The rosé wine, the universal wine


Rosé is for many a second-rate wine, misunderstood, because many believe it is a blend made with red and white grapes, but this practice is forbidden by law and is used only exceptionally in sparkling wines.

I like to call it universal because it can replace both a red and white wine and is therefore more versatile, with caveats.

What would you combine with to a dish of meat or vegetables on a hot summer day? Certainly not a red, better a rosé served at a temperature between 10 to 14°C.

The vinification of rosé wine:

Tuscany is in the habit of using “bleeding” as the rosé wine-making method, but fortunately in other areas different methods have been used. During “bleeding” a part of the must is taken away before fermentation in order to concentrate and raise the color of the wine, which in the sangiovese (a native grape in Chianti Prince) has a very pale color. By doing so, we will have a more intense color concentration. In other cases, fortunately, there are other production techniques for these wines which are treated like white wines. Fermentation takes place in stainless steel or glass-lined cement and the must is only used with a soft pressing of the grape.

Depending on the vine variety used, with more or less anthocyanins (grape coloring matter), fermentation can last from a few hours to a maximum of 24 hours, rarely 48 hours, everything depends on the color concentration mode in reference to the type of vine. To produce rosé all kinds of red grapes are used, the choice is up to the manufacturer or the winemaker.

Today, thanks to the desire of some companies and the ever more updated processing techniques, rosé wines are of an excellent quality.

Unfortunately, I remain of the belief that the short amount of information, a few mistakes made by some manufacturers and a lack of knowledge have led to a low diffusion of this type of wine.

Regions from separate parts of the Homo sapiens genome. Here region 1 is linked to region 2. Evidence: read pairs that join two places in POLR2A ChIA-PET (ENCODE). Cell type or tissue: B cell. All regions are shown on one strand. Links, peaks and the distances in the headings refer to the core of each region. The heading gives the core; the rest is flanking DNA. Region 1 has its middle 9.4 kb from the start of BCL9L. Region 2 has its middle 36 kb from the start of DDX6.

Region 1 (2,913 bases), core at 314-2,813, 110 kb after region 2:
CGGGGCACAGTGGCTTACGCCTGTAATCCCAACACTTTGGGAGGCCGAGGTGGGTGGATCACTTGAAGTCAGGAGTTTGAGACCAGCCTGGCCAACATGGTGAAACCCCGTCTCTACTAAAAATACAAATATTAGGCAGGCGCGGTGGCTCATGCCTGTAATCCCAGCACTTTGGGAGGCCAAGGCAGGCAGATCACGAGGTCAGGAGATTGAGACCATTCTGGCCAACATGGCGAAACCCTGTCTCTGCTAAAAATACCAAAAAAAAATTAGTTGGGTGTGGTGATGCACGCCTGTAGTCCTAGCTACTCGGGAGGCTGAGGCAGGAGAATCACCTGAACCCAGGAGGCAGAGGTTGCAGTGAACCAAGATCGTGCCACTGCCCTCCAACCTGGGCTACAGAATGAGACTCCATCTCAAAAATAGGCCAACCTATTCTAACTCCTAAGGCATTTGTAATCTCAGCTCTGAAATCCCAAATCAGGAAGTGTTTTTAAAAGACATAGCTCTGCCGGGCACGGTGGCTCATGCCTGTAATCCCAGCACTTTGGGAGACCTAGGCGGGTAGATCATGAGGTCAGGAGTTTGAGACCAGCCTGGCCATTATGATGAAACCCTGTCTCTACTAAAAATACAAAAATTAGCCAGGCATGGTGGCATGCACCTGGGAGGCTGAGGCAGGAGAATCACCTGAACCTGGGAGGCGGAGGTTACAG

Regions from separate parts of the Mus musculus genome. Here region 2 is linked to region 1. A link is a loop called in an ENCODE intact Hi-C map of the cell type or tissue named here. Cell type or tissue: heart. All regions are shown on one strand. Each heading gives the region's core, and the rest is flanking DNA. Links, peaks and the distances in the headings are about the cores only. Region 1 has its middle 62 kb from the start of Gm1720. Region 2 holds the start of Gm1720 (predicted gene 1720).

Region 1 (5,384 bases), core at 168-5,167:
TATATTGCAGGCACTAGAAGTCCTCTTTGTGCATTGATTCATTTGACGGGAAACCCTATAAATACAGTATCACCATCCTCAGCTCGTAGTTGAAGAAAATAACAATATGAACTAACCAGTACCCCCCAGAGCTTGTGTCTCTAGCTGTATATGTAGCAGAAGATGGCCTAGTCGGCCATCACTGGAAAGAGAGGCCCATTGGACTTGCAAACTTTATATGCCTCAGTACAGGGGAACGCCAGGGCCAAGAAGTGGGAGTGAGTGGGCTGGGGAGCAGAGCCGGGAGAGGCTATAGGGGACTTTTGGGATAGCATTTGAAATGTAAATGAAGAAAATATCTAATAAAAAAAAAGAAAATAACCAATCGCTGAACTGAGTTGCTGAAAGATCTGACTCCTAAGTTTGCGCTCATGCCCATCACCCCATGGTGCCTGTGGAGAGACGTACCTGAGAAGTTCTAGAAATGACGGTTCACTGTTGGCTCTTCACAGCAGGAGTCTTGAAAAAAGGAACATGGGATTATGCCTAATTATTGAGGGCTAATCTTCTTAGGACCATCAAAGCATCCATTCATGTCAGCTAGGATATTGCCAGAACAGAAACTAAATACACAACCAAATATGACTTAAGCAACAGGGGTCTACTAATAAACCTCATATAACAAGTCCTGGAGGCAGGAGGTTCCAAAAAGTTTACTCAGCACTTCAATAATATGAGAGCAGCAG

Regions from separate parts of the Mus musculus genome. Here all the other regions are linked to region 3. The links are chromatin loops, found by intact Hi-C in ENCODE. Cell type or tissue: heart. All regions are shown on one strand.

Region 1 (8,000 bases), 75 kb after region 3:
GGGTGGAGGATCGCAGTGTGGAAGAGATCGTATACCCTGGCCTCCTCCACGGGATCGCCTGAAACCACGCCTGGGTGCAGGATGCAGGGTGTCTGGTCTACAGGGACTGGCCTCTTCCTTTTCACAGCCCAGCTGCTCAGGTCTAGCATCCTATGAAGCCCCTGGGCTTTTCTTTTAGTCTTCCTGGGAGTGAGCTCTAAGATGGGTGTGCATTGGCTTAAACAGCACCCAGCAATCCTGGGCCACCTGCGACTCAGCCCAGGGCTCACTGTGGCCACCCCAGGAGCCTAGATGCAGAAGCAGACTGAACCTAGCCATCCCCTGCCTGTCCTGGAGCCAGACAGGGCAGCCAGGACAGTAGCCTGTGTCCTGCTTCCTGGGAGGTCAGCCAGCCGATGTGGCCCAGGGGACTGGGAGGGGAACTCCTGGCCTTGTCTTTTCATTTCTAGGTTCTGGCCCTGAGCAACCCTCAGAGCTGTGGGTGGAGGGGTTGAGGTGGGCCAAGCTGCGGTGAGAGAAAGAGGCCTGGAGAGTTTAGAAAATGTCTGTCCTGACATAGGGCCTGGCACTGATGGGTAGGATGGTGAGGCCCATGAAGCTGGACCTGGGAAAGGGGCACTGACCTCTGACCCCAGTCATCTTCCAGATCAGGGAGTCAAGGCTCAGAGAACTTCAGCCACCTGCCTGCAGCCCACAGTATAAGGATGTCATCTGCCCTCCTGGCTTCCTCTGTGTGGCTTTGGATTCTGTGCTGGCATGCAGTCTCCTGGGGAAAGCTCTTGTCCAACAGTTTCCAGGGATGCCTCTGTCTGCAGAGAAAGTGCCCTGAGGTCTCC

Rosé wines express the best of themselves in the first year of life due to their freshness, the pleasant aromas of fruit and flowers which can be appreciated both in the olfactory and in the tasting phase; and the low polyphenol content (modest part) tend to rapidly decrease and the advice is to consume them within two, or a maximum of three years.

Why choose a rosé? Because they can be served at a lower temperature without the risk of enhancing the hard parts of the wine such as the tannins and are definitely less astringent than red wines.

Rosé wines combine with many dishes and I often recommend a color combination with red colors on the plate and a rose colors in the wine. The best combinations are, therefore, with summer dishes: panzanella, rice salads, but also with a cod alla livornese, a beautiful tripe alla fiorentina, a tripe salad or eggplant parmigiana. I suggest you follow a simple rule: texture and succulence in food combine with the most full-bodied rosé wines with an alcohol content between 13 and 14, however with little structure in the food lighter rosé wines are recommended with an alcohol content between 12 and 13.

The serving temperatures are 10° -12° C for a light rosé and 12° -14° C for full-bodied rosés and with the higher degree of alcohol.

The rosé is a very pleasant wine for its elegance and freshness, we can combine it more or less with all of our summer dishes without running into trouble!

Andrea Ranfagni

Sommelier FISAR


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